One of the signals for higher executives in the Indian financial sector is that this could be a trigger for greater scrutiny of their performance vis-à-vis their remuneration packages and measured against their governance practices and conduct. And that it may not be easy to get away when the line is breached. The boards of many listed firms, too, should now be under pressure to act rather than hastily defend their CEOs. In India, the regulators do not explicitly prescribe such ethical codes. The ICICI group’s Code of Business Conduct and Ethics, 2018 says these are something that a well-respected institution must have in place and adhere to on an ongoing basis. “We therefore expect a high level of ethical conduct. You must conduct your duties according to the language and spirit of this code and seek to avoid even the appearance of improper behaviour,” it says. ICICI’s decision now, coming after an initial response of denial and backing the CEO then, is likely to build pressure on the boards of many other listed firms to be guided more by the interests of their shareholders rather than the management.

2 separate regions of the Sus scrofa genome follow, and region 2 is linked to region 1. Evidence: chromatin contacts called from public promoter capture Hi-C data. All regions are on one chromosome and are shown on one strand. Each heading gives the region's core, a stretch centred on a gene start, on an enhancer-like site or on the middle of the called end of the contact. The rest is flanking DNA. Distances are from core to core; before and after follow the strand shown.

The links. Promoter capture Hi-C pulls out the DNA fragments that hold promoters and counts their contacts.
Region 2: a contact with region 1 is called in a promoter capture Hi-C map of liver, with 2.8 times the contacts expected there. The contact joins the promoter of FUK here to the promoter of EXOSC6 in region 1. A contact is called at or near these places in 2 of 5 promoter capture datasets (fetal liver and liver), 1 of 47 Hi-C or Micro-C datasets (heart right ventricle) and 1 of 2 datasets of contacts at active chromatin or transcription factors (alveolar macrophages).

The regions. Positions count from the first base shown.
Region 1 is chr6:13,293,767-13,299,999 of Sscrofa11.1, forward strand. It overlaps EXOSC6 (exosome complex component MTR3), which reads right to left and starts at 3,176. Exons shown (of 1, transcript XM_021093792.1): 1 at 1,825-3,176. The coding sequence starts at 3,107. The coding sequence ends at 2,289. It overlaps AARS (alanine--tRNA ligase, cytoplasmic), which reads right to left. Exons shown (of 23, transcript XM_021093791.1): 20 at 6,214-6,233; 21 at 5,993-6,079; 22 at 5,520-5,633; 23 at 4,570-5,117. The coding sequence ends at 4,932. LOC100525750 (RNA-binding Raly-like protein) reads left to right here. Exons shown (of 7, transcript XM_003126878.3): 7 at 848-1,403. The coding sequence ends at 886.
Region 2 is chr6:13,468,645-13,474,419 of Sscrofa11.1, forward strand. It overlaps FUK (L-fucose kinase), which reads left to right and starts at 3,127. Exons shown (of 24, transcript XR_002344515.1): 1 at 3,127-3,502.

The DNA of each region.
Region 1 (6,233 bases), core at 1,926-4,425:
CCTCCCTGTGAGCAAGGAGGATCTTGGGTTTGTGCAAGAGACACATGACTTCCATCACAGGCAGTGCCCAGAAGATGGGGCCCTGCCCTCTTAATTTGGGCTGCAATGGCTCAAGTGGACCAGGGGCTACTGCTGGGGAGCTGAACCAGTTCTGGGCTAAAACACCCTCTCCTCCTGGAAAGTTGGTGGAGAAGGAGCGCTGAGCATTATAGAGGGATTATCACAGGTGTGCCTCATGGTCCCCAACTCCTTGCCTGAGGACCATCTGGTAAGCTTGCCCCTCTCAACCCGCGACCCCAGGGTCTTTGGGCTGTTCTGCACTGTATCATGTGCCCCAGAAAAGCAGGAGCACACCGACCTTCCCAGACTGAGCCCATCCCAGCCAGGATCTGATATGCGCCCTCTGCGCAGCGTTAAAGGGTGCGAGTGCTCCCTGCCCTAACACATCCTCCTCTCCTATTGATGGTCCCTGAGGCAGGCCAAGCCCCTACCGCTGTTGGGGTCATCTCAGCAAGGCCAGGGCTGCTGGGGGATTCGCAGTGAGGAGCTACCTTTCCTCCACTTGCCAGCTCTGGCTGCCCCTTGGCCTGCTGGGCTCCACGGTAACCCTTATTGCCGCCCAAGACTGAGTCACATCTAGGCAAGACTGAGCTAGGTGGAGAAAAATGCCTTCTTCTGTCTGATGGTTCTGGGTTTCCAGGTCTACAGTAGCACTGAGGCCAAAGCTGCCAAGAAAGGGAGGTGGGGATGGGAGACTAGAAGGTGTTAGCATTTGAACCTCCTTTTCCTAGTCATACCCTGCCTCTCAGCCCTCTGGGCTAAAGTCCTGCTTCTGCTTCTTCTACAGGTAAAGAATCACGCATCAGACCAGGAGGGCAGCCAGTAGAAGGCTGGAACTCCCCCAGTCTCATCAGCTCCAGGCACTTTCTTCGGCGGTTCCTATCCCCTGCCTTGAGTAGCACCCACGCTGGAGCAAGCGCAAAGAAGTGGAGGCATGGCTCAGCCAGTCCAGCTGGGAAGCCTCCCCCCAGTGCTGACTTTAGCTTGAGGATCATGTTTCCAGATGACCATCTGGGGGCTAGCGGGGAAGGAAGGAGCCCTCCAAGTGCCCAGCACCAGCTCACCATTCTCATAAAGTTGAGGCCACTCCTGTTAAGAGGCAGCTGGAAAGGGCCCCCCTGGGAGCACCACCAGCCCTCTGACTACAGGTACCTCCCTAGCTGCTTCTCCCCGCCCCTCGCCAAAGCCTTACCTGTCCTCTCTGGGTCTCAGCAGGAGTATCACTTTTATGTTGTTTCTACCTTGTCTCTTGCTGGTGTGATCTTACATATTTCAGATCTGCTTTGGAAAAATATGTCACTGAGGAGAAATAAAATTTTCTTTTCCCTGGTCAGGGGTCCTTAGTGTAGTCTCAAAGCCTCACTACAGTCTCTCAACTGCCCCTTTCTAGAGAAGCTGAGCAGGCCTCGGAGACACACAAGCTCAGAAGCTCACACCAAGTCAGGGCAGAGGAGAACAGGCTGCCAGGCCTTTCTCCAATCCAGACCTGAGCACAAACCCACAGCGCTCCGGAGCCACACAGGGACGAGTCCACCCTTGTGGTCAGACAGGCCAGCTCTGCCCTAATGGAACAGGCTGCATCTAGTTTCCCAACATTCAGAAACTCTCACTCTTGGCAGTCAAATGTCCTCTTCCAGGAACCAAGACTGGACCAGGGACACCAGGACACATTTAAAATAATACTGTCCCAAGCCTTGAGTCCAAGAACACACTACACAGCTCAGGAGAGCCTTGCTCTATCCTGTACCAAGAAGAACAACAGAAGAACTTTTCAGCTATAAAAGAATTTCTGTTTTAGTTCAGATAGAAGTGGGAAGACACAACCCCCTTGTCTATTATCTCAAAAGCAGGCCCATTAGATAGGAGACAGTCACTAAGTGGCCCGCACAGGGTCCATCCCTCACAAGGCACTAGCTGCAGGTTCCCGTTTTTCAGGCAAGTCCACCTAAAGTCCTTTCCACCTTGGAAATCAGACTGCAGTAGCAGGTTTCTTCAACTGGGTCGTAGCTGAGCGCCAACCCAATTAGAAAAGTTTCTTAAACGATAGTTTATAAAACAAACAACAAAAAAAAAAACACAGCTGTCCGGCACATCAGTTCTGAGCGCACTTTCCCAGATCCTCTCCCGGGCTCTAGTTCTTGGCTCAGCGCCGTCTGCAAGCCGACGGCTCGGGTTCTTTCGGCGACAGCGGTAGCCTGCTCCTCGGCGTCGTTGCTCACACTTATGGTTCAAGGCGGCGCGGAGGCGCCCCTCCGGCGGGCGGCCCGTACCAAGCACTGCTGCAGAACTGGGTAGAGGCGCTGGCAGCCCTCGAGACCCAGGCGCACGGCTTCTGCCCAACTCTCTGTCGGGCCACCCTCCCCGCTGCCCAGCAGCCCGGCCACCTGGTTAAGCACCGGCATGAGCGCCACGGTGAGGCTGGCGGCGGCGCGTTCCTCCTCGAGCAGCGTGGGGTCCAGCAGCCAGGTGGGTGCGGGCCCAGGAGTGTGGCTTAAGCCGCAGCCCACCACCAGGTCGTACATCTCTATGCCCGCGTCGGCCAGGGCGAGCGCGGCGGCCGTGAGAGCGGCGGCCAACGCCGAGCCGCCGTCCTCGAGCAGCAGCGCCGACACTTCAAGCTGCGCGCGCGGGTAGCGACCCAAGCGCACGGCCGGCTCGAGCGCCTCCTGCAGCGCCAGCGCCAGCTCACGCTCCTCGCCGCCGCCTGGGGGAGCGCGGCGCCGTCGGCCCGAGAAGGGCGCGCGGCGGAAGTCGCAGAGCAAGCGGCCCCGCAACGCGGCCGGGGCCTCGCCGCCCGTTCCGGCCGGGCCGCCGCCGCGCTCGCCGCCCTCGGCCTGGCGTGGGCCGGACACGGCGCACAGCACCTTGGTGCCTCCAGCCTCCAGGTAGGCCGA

New in India, not in West